Special words for an ending and a beginning
"The end of a thing is better than its beginning..." (Ecclesiastes 7:8)
By BISHOP ROBERT E. HAYES JR.
The famous Yogi Berra, renowned for his great quotes on and off the baseball diamond, once said this: "It ain't over until it's over!" Dick Motta, a longtime coach in the National Basketball Association, once remarked: "It ain't over until the fat lady sings," which was an obvious reference to the "plump" lady who usually gives her aria signaling the conclusion of an opera.
Well, Mr. Berra, and yes, Mr. Motta, the calendar on the wall in my office tells me that my first year as bishop of the Oklahoma Area is just about over.
You can instruct the stagehands to begin lowering the curtain, because whether you believe it or not, it's time for me to roll the credits and share with you a few of the memories taken from my first year as your episcopal leader.
For nearly 52 weeks, I have been a visitor in your homes and churches by way of this column. From that very first "Open Letter" in September of last year, right on up to this present moment, I've tried to give you a piece of myself, filling every line with the most inspiring words I had in me for that particular day.
Given the fact that on any given day I'm probably pushed and pulled in a hundred different directions, I've somehow learned to "step away" and give as much thought as possible in preparation for each article. And in the 11-plus months I've been sharing with you my ideas and thoughts, it has become one of the great loves of my ministry.
Each time I sit down to write these words, I think of the many people that I have never met who will read this column. I think of the ministers, officers, church leaders and members of the congregations in our Conference who need strength for the journey and who should read an encouraging word in their everyday lives. I think of all those people who have met me and who have told me how much they enjoy reading my articles. These are the people who inspire me to want to give my best each time I write.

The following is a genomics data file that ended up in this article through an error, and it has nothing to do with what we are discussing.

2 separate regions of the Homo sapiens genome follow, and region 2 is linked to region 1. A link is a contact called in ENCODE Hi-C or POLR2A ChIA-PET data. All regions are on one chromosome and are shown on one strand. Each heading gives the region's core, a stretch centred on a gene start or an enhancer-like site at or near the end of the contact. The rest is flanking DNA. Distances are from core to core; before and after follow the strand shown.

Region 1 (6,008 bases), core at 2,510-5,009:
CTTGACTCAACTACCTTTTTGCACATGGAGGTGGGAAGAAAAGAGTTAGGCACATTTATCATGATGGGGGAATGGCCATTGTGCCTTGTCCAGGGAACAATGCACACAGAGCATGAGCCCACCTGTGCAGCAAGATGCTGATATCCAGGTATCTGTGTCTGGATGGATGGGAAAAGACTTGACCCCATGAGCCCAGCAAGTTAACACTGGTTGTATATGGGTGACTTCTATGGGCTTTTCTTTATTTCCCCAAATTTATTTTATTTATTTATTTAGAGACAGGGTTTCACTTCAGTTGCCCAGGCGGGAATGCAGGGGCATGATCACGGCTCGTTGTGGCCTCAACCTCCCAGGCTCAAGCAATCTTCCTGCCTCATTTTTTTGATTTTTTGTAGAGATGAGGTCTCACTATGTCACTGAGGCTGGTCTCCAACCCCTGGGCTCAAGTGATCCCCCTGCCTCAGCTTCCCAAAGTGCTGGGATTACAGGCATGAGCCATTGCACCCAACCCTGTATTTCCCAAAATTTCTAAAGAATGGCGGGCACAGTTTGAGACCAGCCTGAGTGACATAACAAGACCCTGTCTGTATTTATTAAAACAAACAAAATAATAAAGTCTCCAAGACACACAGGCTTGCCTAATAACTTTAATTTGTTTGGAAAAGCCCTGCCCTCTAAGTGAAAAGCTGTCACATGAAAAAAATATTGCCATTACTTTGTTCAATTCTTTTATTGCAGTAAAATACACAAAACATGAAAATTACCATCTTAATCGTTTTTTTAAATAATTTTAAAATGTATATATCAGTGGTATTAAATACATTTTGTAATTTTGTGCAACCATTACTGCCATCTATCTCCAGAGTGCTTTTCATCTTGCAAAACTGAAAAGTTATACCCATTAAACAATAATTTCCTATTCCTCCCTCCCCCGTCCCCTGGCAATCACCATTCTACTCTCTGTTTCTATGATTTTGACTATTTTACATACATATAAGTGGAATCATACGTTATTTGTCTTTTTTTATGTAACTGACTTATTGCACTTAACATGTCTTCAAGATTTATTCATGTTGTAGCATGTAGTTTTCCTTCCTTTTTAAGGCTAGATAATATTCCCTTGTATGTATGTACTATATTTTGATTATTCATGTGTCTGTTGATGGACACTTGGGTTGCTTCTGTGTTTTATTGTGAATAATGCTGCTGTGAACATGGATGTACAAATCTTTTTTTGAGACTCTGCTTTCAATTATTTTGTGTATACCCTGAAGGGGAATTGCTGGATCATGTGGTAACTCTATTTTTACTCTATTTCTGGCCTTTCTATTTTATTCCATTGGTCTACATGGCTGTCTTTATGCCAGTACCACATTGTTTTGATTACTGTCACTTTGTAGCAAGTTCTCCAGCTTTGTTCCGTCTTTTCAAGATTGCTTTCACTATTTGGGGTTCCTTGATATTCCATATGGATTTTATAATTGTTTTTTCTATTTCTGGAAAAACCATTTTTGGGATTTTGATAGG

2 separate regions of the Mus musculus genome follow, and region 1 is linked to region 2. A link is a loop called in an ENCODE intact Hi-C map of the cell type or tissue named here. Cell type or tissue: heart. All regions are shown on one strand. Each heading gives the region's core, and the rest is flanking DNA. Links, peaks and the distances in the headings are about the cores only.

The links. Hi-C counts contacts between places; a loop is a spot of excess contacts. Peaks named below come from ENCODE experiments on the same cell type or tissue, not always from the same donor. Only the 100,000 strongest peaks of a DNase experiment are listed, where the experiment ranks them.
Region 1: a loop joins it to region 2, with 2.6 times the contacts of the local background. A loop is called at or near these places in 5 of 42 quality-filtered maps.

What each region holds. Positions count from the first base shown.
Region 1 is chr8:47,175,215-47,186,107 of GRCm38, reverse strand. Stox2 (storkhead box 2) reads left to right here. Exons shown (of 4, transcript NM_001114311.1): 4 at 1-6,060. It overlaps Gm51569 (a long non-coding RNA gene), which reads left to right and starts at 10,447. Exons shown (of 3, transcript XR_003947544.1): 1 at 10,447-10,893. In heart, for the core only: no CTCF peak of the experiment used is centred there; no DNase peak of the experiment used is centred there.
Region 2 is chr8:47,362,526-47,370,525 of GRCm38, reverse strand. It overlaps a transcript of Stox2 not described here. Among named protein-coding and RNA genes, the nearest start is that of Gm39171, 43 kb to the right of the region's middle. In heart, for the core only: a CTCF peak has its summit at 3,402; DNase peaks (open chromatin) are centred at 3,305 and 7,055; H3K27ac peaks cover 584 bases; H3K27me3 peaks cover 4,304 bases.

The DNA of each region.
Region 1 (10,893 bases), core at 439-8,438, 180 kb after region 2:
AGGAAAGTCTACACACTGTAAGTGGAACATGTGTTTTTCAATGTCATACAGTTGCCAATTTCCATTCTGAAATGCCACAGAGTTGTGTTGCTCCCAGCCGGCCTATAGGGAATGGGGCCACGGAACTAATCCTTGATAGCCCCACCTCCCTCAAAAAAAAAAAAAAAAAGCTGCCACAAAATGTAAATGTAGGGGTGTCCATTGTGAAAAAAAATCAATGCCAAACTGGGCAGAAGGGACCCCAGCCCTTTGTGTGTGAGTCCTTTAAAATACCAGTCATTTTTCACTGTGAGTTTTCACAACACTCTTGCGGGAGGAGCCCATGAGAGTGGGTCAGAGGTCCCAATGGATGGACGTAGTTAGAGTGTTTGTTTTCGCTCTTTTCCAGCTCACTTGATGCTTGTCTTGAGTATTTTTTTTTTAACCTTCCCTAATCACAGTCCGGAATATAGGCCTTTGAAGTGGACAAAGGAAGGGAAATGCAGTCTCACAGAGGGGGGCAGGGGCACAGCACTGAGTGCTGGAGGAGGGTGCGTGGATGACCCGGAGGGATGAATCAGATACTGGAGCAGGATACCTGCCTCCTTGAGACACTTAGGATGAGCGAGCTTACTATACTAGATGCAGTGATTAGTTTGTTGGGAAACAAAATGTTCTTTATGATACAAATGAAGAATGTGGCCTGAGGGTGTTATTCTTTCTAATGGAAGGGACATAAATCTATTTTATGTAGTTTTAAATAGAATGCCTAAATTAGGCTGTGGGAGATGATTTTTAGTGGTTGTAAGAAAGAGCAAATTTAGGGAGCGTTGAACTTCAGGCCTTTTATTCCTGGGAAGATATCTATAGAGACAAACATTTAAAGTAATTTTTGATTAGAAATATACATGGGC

Some days, the words flow like water and just leap onto the page. Other days, I have to squeeze the words out like one of the old washing machines with the wringers on top. Regardless of what the day brings, when I finish the feature and turn it over to the people who do such a skillful job of putting the paper together, my prayer is that I have helped you sense God's presence in your journey.
So, having said all that, let me quickly turn the page on this chapter by sharing with you the highlights (and lowlights) of this first year.
It all began with a prayer
I will never forget that first day on the job when my administrative assistant ushered me and my son into the office, where mounds of letters and telephone messages awaited me. When she said, "I don't know where to start," I immediately said, "Why don't we begin with a word of prayer!" Now that I think about all the things that have happened since that day, I am sure beyond any doubt that we started in the best possible place.
In fact, each and every morning since then, I have started each new day with prayer. Following the prayer, my morning usually consists of a devotion, a scripture reading or two, and time to ponder what is ahead of me that day. I pray for our Conference and for the people of our churches (among other things), and I ask God to put me in the places where I'm needed the most, and to allow the Christ in me to be revealed throughout the day. And, believe it or not, God has never failed to provide both challenges and opportunities to do just that.